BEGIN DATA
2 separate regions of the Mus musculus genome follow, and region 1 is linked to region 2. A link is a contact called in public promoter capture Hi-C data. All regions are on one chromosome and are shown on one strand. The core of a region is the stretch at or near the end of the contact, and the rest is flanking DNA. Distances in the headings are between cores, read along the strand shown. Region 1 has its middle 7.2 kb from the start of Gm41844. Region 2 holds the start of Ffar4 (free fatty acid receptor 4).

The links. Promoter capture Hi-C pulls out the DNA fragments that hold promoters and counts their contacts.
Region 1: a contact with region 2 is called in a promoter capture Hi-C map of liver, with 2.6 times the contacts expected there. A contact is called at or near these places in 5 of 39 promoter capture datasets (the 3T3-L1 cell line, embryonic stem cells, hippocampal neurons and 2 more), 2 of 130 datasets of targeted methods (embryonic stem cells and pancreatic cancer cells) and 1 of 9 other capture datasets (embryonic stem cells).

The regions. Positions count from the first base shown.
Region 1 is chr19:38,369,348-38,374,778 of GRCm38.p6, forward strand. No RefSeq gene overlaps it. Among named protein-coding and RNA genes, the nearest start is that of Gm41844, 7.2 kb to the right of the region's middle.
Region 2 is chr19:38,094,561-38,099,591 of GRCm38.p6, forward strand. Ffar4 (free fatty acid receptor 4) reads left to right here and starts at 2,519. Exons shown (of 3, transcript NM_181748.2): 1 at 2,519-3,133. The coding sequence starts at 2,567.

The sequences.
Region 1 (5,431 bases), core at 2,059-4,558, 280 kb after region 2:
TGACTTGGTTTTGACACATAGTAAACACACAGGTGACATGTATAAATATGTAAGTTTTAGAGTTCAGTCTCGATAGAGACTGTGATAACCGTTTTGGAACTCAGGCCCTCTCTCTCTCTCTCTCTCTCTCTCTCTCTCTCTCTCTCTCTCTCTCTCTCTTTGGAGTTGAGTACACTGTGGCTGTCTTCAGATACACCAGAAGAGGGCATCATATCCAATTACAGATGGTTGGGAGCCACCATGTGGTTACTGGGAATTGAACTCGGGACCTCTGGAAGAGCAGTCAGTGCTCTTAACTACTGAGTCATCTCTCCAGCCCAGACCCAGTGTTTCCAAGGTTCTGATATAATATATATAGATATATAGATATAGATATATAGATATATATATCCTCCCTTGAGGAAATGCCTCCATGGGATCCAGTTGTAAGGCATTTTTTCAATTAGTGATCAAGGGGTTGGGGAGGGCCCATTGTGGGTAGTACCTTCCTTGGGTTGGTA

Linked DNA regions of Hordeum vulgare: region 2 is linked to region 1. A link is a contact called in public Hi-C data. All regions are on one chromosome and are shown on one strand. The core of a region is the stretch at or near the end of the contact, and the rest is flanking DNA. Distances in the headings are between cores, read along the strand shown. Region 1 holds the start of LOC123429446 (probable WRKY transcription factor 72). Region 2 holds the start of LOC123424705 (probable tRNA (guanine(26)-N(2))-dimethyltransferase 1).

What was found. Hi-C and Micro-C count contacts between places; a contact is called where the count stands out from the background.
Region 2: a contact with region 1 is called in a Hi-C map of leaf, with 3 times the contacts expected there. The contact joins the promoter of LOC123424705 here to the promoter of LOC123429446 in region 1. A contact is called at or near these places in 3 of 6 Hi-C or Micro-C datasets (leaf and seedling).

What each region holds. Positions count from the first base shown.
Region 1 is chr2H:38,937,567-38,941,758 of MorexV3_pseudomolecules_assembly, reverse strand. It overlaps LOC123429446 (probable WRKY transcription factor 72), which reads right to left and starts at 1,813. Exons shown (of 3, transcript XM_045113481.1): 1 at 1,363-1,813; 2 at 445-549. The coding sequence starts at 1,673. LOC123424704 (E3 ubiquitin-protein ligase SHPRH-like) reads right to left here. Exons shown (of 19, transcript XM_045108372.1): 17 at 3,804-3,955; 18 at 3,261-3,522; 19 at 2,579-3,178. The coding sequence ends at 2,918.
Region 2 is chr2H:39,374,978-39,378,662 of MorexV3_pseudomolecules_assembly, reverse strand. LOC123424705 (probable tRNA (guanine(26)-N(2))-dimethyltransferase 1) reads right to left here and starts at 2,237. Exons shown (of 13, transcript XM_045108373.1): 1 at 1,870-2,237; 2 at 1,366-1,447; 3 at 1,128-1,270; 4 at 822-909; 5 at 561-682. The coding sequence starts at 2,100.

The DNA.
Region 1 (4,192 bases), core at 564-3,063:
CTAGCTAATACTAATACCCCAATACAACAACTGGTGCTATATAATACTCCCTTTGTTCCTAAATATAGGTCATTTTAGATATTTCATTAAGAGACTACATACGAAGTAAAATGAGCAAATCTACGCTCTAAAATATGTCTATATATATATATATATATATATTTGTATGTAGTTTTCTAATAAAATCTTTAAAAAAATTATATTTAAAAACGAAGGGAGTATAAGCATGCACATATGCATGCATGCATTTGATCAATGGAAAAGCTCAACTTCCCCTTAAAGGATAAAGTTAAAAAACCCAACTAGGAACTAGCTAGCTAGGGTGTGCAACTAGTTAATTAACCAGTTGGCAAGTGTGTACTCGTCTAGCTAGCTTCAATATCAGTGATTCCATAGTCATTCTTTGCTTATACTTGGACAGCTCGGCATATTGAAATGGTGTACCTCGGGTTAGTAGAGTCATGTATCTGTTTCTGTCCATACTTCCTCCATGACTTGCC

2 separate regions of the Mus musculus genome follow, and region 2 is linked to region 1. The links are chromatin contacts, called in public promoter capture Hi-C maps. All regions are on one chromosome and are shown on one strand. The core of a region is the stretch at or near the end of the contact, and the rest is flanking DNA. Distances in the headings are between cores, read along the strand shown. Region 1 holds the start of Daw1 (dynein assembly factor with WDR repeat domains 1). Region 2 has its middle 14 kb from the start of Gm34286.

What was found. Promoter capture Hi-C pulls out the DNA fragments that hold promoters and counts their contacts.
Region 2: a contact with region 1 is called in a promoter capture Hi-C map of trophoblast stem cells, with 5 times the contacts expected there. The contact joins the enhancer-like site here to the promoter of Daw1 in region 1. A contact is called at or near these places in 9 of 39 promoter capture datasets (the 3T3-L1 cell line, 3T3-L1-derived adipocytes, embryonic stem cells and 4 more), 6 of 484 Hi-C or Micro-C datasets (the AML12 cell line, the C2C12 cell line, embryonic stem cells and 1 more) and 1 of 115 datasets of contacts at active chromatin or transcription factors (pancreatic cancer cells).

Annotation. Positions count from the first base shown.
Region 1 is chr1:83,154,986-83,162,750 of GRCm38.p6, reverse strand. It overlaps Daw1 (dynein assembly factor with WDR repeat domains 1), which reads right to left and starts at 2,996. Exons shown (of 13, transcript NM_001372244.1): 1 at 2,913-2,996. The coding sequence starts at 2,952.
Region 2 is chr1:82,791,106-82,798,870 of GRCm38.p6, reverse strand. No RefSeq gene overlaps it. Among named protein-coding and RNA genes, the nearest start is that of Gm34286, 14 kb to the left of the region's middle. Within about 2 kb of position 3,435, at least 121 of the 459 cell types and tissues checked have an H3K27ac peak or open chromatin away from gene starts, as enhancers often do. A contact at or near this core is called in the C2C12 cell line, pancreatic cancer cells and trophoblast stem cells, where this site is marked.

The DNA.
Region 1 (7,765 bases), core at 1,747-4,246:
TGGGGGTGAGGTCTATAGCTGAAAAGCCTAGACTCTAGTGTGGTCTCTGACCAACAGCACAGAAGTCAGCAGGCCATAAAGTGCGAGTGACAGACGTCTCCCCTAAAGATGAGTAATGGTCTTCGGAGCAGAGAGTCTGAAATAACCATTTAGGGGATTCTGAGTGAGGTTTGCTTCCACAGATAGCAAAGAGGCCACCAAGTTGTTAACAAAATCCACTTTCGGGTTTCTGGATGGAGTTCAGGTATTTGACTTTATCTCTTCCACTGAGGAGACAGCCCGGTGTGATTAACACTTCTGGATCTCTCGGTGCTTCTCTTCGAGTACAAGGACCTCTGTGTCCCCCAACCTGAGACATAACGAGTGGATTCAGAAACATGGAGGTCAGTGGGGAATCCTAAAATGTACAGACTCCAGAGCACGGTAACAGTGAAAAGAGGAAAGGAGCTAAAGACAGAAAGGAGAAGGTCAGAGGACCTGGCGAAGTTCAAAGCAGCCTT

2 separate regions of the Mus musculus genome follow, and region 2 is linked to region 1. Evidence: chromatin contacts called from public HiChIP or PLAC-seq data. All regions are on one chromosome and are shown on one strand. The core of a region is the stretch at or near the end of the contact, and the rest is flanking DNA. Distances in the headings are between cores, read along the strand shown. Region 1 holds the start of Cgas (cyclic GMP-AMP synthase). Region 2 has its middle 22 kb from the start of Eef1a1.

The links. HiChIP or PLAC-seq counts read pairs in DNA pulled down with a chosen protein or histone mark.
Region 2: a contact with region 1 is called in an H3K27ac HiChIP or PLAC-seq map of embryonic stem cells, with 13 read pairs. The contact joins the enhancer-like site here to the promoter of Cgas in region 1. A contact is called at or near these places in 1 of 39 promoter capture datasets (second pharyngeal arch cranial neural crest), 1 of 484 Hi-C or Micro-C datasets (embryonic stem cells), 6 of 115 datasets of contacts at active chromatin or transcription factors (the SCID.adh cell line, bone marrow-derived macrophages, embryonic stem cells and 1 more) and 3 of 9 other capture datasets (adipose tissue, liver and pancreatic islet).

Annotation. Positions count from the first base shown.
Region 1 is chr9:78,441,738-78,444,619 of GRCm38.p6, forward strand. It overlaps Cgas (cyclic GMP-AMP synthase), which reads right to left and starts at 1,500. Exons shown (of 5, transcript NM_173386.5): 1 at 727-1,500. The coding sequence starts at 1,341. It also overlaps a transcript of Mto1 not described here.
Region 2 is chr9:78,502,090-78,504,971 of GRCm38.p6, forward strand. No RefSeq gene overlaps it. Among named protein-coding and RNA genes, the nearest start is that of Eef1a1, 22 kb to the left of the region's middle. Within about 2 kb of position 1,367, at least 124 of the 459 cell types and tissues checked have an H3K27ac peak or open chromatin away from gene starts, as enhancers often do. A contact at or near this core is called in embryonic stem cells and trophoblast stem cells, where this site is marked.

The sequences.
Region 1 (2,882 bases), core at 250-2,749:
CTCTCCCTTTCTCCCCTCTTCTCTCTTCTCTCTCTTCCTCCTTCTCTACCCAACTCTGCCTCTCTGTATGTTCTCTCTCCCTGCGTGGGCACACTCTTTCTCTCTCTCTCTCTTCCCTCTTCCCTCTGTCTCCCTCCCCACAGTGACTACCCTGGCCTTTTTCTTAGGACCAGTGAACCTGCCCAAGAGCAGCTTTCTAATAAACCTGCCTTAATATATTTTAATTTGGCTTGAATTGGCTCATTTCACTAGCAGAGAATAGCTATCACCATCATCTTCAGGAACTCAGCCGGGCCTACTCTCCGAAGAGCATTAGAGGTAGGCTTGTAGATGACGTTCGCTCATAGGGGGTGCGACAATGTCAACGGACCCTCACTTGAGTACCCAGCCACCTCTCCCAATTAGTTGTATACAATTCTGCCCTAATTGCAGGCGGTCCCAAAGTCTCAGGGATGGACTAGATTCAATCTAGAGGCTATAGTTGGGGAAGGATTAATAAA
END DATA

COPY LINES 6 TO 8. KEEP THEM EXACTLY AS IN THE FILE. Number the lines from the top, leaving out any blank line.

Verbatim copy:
Region 2 is chr19:38,094,561-38,099,591 of GRCm38.p6, forward strand. Ffar4 (free fatty acid receptor 4) reads left to right here and starts at 2,519. Exons shown (of 3, transcript NM_181748.2): 1 at 2,519-3,133. The coding sequence starts at 2,567.

The sequences.
Region 1 (5,431 bases), core at 2,059-4,558, 280 kb after region 2: